My last two posts have been about what medication to use for agitation in dementia. The biggest question I was left with in both occasions was: since medication seems to be of limited use and carry the risk of inducing some potentially serious side-effects can something be done which does not rely on using drugs?
It just so happens that in June 2014 a Health Technology Assessment report was published, which undertakes an extensive systematic review of the literature on alternatives to medication for agitation in dementia (Livingston et al. 2014). Before I go any further I should say that I have worked with Professor Livingston, the lead author of the report.
For background on the topic I’d like to refer you to my two previous blog posts. Having said that I would like to add the fact that the cost of the treatment of dementia is currently around £23 billion in the UK (Luengo-Fernandez et al. 2010). For comparison the total NHS budget was £110 billion in 2009 (Chantrill 2009). Cases are expected to treble by 2030 with the rising number of older people.
The report uses data from the London and South-East Region Alzheimer’s Disease epidemiological study to support some of its conclusions (Livingston 2007). It is based on that data that the report estimates that agitation more than doubles the cost of caring for someone with dementia.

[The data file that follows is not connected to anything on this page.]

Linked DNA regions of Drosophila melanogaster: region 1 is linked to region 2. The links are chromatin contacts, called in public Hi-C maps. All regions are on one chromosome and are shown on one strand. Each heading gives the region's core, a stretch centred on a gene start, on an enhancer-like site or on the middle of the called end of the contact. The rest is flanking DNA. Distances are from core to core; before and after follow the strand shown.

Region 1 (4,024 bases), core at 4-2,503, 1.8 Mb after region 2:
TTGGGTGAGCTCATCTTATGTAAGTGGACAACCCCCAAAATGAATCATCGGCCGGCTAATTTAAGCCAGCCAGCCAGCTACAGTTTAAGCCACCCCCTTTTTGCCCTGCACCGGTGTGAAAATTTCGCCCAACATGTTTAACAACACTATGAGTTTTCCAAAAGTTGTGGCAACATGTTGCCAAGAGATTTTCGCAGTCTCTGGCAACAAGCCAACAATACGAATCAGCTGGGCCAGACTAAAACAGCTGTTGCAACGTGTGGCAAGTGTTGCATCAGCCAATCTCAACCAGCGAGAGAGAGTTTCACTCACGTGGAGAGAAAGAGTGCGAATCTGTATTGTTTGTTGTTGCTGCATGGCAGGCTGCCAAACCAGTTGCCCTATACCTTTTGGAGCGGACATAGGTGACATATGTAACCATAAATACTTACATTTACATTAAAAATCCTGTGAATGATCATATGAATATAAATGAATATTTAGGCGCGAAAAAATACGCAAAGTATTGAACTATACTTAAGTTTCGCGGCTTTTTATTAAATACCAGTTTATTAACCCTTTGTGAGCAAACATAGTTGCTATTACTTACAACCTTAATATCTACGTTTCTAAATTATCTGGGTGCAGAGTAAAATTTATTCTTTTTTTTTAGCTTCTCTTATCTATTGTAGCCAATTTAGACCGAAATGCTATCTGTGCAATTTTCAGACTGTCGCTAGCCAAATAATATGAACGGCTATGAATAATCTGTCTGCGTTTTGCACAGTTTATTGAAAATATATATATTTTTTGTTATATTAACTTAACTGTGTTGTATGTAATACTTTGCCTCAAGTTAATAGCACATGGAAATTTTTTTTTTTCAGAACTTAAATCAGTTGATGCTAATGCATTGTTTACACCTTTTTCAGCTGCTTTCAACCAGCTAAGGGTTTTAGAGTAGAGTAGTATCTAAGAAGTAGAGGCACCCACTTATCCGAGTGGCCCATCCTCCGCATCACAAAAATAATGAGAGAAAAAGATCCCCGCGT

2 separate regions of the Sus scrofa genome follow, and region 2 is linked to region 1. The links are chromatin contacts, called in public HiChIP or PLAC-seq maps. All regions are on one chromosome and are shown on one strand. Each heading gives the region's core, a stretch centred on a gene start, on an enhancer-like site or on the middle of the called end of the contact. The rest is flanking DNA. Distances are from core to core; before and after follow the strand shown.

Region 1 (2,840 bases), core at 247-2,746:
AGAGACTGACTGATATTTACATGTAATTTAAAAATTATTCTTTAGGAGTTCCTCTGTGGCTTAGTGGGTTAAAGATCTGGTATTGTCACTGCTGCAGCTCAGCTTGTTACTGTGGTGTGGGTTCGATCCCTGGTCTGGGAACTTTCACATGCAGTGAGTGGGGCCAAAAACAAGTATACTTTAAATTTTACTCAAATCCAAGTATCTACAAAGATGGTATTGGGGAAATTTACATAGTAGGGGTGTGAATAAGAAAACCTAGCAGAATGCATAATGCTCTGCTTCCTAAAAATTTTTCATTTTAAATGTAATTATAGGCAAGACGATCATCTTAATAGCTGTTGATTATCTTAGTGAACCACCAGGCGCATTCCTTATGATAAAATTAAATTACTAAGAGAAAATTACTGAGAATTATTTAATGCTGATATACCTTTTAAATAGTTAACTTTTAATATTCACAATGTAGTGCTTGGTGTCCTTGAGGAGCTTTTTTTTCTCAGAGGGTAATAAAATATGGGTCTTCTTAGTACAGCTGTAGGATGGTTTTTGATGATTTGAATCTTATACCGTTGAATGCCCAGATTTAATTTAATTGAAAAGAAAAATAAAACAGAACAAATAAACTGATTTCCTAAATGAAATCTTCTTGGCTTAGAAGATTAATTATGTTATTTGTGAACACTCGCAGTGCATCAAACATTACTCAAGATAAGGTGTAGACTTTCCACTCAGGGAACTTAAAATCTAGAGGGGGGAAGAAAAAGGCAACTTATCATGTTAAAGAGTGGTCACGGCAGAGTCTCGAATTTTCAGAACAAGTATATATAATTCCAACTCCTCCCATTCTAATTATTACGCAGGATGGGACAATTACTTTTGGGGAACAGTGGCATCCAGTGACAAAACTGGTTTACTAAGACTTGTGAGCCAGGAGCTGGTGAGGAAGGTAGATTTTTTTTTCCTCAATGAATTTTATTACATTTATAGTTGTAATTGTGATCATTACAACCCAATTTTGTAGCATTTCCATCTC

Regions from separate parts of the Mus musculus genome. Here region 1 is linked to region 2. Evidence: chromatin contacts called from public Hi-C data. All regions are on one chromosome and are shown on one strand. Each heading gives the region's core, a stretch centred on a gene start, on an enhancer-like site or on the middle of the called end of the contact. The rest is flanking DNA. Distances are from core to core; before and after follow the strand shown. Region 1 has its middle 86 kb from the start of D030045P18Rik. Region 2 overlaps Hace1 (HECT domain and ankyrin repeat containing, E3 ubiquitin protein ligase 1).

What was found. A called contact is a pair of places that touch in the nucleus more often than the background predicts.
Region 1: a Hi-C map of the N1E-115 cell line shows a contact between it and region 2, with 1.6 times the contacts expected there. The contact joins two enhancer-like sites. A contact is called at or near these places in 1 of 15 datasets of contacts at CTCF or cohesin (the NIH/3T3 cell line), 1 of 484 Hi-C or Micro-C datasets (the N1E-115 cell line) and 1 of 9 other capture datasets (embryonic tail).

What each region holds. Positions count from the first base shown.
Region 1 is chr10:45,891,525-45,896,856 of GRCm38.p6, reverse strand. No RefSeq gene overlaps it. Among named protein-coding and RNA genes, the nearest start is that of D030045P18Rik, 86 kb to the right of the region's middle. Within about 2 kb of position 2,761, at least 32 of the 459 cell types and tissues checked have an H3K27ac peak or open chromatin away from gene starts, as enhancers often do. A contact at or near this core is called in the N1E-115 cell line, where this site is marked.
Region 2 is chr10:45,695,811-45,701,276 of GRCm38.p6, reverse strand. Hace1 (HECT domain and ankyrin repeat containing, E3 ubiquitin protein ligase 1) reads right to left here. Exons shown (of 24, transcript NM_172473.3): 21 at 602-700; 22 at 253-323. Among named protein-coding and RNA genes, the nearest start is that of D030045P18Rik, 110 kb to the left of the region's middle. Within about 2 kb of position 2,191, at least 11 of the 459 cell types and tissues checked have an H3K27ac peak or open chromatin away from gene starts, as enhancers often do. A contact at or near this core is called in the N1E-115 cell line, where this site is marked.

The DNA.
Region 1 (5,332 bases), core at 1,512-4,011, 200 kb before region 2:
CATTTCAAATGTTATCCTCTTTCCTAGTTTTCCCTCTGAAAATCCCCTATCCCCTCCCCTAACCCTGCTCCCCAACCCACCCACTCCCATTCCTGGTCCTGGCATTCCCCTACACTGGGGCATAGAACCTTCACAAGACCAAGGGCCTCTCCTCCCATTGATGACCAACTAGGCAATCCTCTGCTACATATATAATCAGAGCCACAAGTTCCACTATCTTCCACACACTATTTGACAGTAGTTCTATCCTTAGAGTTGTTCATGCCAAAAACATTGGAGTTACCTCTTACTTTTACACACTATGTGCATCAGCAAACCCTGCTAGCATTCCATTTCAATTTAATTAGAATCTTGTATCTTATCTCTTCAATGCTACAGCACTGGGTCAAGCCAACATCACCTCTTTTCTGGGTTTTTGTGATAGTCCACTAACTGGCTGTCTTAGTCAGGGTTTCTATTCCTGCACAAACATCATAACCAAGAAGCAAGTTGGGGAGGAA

The authors searched twice for relevant articles on Web of Knowledge (incorporating MEDLINE); EMBASE; PsycINFO; The Cochrane Library and many other relevant sources. In addition they hand-searched reference lists of included papers and relevant reviews, and they contacted authors of the papers they included to ask about relevant studies.
They included papers which described quantitative results for agitation of a non-pharmachological intervention in individuals with dementia with a comparator group. They assessed quality of studies using the CEBM Levels of Evidence approach (CEBM, 2009). They awarded points based on quality and prioritised higher quality evidence. They identified the intervention categories in table 1 which they reported on in aggregate.
- Music therapy
- Sensory interventions
- Training paid caregivers in person-centred care
- Light therapy
- Home-like care
- Training family carers in behavioural management
- Training family carers in CBT
- Changing the environment
- Dementia-specific therapies
- Pet therapy
Only light therapy studies were homogenous enough for meta-analysis. For the rest, the authors calculated standardised effect sizes (SESs) with 95% confidence intervals (CIs) where possible. The authors also undertook a health economic analysis.
Out of the 1,916 studies they identified 167 met their criteria. They then focused on the 97 higher-quality studies (levels 1b, 2b and 2c).
So what were the alternatives to medication for agitation in dementia?
Interventions that work
- Activities reduce agitation while they are in place (SES = -0.8 to -0.6). Individualising them did not seem to make them more effective